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CASE REPORT
Year : 2022  |  Volume : 16  |  Issue : 4  |  Page : 460-462

Ultrasound-guided lower thoracic erector spinae block for postoperative analgesia in complex colorectal surgery in a pediatric patient


Division of Anesthesiology, Pain and Perioperative Medicine, Children's National Hospital, The George Washington University, Washington D.C, USA

Correspondence Address:
Giuliana Geng-Ramos
Division of Anesthesiology, Pain and Perioperative Medicine, The George Washington University School of Medicine, Children's National Hospital, 111 Michigan Avenue, NW, Washington, D.C. - 20010
USA
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Source of Support: None, Conflict of Interest: None


DOI: 10.4103/sja.sja_815_21

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Date of Submission22-Nov-2021
Date of Acceptance03-Dec-2021
Date of Web Publication03-Sep-2022
 

  Abstract 


The erector spinae plane (ESP) block is a relatively novel regional anesthetic technique first described in 2016. There are limited data regarding its use in pediatric surgeries although ESP blocks can likely be safely used to provide effective postoperative analgesia for major thoracic and abdominal surgeries, especially in cases where neuraxial anesthesia is contraindicated. In this report, we describe a case in which bilateral lower thoracic erector spinae plane blocks were performed in a pediatric patient with vertebral anomalies undergoing posterior sagittal anorectoplasty and reconstruction of cloacal malformation.

Keywords: Erector spinae plane block, pediatric anesthesia, postoperative analgesia


How to cite this article:
Drillings I, Rivera-Cintron A, Geng-Ramos G. Ultrasound-guided lower thoracic erector spinae block for postoperative analgesia in complex colorectal surgery in a pediatric patient. Saudi J Anaesth 2022;16:460-2

How to cite this URL:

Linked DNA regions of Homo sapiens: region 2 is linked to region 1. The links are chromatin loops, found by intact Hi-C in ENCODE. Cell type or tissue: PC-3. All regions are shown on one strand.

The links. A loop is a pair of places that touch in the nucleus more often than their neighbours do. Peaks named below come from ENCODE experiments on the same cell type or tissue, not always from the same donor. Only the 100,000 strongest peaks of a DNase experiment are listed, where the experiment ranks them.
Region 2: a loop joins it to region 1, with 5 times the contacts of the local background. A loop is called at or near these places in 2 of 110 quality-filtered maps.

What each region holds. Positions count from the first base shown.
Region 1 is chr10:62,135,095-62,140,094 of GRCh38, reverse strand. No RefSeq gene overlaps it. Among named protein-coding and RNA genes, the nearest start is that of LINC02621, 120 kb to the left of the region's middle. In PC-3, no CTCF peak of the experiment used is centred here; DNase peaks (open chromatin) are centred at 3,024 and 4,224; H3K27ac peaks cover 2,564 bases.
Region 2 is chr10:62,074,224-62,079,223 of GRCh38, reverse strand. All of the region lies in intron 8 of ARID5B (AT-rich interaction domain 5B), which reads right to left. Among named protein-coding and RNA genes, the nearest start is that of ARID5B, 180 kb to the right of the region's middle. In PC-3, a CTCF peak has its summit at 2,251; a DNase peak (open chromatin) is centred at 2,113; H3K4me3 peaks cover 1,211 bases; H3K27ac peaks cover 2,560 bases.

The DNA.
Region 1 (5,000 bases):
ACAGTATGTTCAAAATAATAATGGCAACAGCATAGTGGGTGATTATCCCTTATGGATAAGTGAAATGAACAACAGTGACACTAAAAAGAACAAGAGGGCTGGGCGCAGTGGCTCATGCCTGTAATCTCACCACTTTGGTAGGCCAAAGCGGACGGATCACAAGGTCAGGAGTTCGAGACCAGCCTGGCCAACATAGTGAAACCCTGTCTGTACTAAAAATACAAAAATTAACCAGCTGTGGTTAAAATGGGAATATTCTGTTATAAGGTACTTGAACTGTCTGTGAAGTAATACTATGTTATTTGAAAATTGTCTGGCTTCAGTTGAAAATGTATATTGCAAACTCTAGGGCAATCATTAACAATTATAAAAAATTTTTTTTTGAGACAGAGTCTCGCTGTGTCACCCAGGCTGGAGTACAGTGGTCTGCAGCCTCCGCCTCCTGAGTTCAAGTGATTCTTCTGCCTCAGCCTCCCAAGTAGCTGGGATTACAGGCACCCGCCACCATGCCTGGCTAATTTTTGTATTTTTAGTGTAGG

Drillings I, Rivera-Cintron A, Geng-Ramos G. Ultrasound-guided lower thoracic erector spinae block for postoperative analgesia in complex colorectal surgery in a pediatric patient. Saudi J Anaesth [serial online] 2022 [cited 2022 Sep 29];16:460-2. Available from: https://www.saudija.org/text.asp?2022/16/4/460/355547




  Introduction Top


Complex colorectal surgeries are associated with significant postoperative pain, which has led to the development of enhanced recovery after surgery (ERAS) protocols. The mainstay for postoperative pain management in open abdominal surgery is neuraxial anesthesia;[1] however, many patients with anorectal malformations (ARM) have associated anomalies of the spine in which neuraxial anesthesia is contraindicated. The erector spinae plane (ESP) block is a relatively novel regional technique with limited data in pediatric surgeries. We present the case of successful use of bilateral ESP catheters for postoperative pain management in a pediatric patient undergoing extensive colorectal surgery.


  Case History Top


The patient was a 17-month-old, 11 kg female patient with a history of the cloaca and anorectal malformation presenting for posterior sagittal anorectoplasty and reconstruction of cloacal malformation. The patient's history was also notable for repaired tracheoesophageal fistula and vertebral anomalies. Spinal imaging was not immediately available. General anesthesia was planned for the procedure, and bilateral lower thoracic ESP catheters were planned for postoperative analgesia. As the operation required flipping the patient from supine to prone several times during the operation, catheters were placed at the end of the procedure to avoid accidental dislodgement. After mask induction, peripheral IV access and intubation, the patient was placed in the prone position and a midline incision extending from the coccyx to the perineal body was made to complete the posterior sagittal anorectoplasty. Subsequently, she was placed in the supine position and a laparotomy was performed via a lower midline incision. The procedure lasted approximately 7 h without any complications. She received 6.4 μg/kg IV fentanyl and 0.1 mg/kg IV morphine intraoperatively, with the last narcotic given 3 h before extubation. Additionally, a ketamine infusion of 0.1 mg/kg/h was started intraoperatively and was turned off approximately 1 h before extubation. At the completion of the surgical procedure, the patient was placed in the prone position for ESP catheter placement. Placement of the ESP catheters at the T10 level was based on the location of the abdominal incision. An 18g Tuohy needle was inserted in-plane 2 cm lateral to the spine in the craniocaudal direction and needle position was visualized contacting the tip of the T10 transverse process utilizing ultrasound [Figure 1]. A 20 g catheter was threaded through the needle and secured at a skin depth of 8 cm. The catheter was bolused with 5 mL of 0.1% ropivacaine, and the spread of local anesthetic was visualized between the erector spinae muscle and transverse process using ultrasound. The process was repeated on the right side; however, the needle and catheters were inserted in the caudocranial direction due to difficulties accessing the tip of the transverse process. The patient was then extubated and transported to the post-anesthesia care unit.